Box Office: ‘Goosebumps’ Tries to Scare Off ‘The Martian’
Ghosts, goblins, and haunted houses will lend a spectral air to the multiplexes this weekend as the movie business gets ready for Halloween.
Two new films, “Goosebumps” and “Crimson Peak,” will try to fill the scary movie void while going after very different segments of the population. “Goosebumps,” a Sony Pictures adaptation of the R.L. Stine books, provides a goofier spin on the monster genre, and its PG rating should bring in families. “Crimson Peak,” on the other hand, is an R-rated Gothic chiller that is clearly pitched at adults.
Look for “Goosebumps” to come out on top, racking up between $20 million to $24 million when it debuts and threatening “The Martian’s” attempts to be the highest-grossing film for a third week in a row. Sony is being more conservative and pegging an opening in the $15 million range. The Jack Black film bows across more than 3,400 theaters and cost $58 million to make. Village Roadshow and co-financed and co-produced the picture. The hope is that parents who grew up with Stine’s books in the 1990s will take their kids in order to get a nostalgic fix, translating into a multi-generational hit. If “Goosebumps” lands on the higher end of projections, it may eclipse “The Martian” and its likely $20 million haul.
As for “Crimson Peak,” its director Guillermo del Toro is beloved by fanboys, but his Comic-Con cache doesn’t always translate into commercial success. “Crimson Peak,” which stars Mia Wasikowska as a new bride with a creepy groom (Tom Hiddelston) and sister-in-law (Jessica Chastain), may struggle to break through in a big way. The $55 million production is on track to open to $15 million when it kicks off across 2,983 theaters. That’s less than the $37.3 million that del Toro’s last film, “Pacific Rim” debuted to and the $20 million-plus debuts of his “Hellboy” films, but those pictures carried higher budgets. Legendary funded the film and Universal is distributing the picture. “Crimson Peak” will also touch down in 53 foreign markets.
Not all of the pictures entering the marketplace are obsessed with things that go bump in the night. As a bit of prestige counter-programming, DreamWorks is debuting the Steven Spielberg Cold War thriller “Bridge of Spies” in roughly 2,800 theaters, where it should pull in $17 million from older audiences. The $40 million production stars frequent Spielberg collaborator Tom Hanks (“Saving Private Ryan,” “Catch Me If You Can”) and stage great Mark Rylance. It centers on an attorney who represents a suspected spy and is expected to be an Oscar contender. Reviews have been strong, with critics handing it an 89% “fresh” rating on Rotten Tomatoes. Disney is distributing the film, which was co-financed by Participant Media.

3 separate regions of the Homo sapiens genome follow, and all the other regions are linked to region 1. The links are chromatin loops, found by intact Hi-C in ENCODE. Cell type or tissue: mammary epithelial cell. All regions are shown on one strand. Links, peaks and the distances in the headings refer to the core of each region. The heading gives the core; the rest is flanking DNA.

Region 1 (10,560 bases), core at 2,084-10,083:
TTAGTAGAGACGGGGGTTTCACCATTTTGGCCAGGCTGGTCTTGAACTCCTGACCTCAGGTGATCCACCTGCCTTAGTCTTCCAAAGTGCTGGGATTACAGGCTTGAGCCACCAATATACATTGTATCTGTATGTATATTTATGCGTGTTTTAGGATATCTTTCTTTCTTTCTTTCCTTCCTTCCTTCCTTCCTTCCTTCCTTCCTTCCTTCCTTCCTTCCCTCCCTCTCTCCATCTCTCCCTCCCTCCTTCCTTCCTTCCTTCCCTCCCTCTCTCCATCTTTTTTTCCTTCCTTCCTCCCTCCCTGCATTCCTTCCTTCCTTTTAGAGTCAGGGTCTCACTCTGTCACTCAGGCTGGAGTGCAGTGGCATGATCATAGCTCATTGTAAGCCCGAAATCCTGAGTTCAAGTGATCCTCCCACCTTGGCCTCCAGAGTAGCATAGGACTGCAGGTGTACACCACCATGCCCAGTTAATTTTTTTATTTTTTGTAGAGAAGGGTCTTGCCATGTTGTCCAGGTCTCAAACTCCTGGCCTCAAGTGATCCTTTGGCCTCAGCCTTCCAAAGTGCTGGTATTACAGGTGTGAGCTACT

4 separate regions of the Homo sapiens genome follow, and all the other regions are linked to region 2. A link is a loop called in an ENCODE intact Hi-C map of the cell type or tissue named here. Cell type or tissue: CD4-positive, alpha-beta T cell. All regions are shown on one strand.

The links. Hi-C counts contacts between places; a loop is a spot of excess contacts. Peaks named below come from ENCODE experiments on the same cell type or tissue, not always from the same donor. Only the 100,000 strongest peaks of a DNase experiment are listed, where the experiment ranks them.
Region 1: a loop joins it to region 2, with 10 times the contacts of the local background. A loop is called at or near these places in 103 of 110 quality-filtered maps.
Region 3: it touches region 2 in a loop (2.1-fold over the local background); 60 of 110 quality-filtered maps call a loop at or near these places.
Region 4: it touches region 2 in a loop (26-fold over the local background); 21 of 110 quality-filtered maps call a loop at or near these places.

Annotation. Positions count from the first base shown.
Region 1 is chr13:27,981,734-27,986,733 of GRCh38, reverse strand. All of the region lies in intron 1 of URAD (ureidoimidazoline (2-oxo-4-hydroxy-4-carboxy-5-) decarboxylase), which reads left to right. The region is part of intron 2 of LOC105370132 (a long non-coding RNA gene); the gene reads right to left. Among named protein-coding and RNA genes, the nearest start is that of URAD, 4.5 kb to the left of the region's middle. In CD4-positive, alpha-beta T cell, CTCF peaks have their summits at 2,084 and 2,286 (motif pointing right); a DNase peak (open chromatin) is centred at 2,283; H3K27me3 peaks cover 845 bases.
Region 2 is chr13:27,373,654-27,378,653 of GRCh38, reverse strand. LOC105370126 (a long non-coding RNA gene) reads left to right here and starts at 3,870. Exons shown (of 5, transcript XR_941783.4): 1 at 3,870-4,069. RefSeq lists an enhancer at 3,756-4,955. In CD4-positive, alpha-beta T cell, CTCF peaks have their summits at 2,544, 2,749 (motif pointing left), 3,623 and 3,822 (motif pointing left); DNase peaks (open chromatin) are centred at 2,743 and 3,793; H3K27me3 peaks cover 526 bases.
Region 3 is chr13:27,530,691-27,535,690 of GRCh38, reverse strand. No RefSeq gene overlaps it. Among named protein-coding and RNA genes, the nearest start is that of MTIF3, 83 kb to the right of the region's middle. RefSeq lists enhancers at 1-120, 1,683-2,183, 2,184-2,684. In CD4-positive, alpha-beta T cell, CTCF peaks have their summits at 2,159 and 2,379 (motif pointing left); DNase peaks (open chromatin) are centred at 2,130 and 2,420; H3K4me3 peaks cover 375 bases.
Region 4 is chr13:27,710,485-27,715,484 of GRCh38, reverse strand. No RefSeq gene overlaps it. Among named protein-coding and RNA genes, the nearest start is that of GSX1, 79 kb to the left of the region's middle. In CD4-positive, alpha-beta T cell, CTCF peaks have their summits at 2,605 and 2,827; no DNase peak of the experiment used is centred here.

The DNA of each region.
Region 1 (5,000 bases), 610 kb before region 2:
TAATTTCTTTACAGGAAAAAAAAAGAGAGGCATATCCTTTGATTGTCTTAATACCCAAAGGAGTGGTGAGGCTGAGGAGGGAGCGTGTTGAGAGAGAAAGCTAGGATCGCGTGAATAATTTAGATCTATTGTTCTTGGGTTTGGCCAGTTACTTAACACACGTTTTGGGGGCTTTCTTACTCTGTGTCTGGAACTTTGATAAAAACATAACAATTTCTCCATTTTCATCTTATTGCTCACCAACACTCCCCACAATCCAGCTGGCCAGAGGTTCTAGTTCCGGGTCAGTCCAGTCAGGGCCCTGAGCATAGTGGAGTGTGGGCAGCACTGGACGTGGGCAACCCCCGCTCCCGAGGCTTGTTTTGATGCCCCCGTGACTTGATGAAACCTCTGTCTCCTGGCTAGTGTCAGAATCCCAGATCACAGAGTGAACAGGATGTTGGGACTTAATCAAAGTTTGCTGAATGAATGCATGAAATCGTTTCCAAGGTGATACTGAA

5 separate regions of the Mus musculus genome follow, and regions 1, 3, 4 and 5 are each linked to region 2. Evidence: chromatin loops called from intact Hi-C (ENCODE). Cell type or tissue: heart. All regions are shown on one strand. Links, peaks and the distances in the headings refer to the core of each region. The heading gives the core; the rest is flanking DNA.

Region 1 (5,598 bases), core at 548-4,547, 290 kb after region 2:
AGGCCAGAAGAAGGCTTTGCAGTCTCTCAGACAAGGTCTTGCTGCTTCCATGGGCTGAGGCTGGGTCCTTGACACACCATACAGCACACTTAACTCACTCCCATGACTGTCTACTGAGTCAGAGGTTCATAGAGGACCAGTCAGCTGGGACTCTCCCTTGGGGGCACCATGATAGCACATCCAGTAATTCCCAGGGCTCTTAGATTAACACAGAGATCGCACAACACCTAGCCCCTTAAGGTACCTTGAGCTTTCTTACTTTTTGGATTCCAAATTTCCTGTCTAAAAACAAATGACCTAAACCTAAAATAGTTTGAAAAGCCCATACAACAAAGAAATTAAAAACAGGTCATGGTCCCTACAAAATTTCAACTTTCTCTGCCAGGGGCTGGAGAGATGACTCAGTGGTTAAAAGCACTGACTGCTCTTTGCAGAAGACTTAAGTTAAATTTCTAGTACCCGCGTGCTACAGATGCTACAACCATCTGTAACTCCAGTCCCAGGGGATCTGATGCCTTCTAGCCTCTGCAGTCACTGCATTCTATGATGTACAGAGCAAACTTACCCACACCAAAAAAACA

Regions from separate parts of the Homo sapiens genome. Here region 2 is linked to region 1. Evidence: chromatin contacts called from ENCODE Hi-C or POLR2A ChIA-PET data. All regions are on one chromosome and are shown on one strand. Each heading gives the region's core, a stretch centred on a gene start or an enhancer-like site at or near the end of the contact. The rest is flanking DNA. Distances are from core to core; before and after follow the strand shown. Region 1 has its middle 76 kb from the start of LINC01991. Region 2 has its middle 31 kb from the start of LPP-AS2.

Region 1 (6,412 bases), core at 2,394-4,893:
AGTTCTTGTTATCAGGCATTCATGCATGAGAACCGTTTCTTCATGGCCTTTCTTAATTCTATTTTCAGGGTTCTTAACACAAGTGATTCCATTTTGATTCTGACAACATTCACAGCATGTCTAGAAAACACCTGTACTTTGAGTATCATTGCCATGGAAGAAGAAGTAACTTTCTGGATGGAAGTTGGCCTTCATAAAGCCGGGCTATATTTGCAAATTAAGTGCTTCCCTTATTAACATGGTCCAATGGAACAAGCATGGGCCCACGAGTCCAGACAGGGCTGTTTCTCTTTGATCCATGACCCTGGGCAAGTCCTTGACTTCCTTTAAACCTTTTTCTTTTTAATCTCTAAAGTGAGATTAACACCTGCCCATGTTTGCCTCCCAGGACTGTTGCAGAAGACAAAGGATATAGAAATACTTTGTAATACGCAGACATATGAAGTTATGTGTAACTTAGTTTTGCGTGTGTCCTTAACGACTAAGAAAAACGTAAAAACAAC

That leaves one final new release vying for attention. Pure Flix will attempt to bring out the faith-based crowds who recently turned “War Room” into an unexpected smash, when they debut “Woodlawn” on 1,500 screens. The picture centers on a high school football team that makes an unlikely playoff run following a spiritual awakening among its players. It should do $4 million in its opening weekend. Pure Flix did not provide budget information.
As the opening of “Bridge of Spies” suggests, the year is now firmly in the awards season portion of the calendar. To that end, several Oscar-bait films will debut in limited release this weekend, among them A24’s “Room,” a critically adored drama about an abducted mother and her child, and Sony Pictures Classics’ “Truth,” a look at the controversial “60 Minutes” report on President George W. Bush’s National Guard service that derailed the careers of Dan Rather (Robert Redford) and producerMary Mapes (Cate Blanchett).
Netflix will also debut the child soldier drama “Beasts of No Nation” on its streaming service and concurrently in theaters, hoping its unorthodox release strategy won’t alienate Academy Awards voters.
After scoring the year’s biggest per-screen average with “Steve Jobs,” Universal will try to see if mainstream crowds turn up for the examination of the life of the father of the iPhone. The picture moves from four theaters to 66 before going wide on Oct. 23.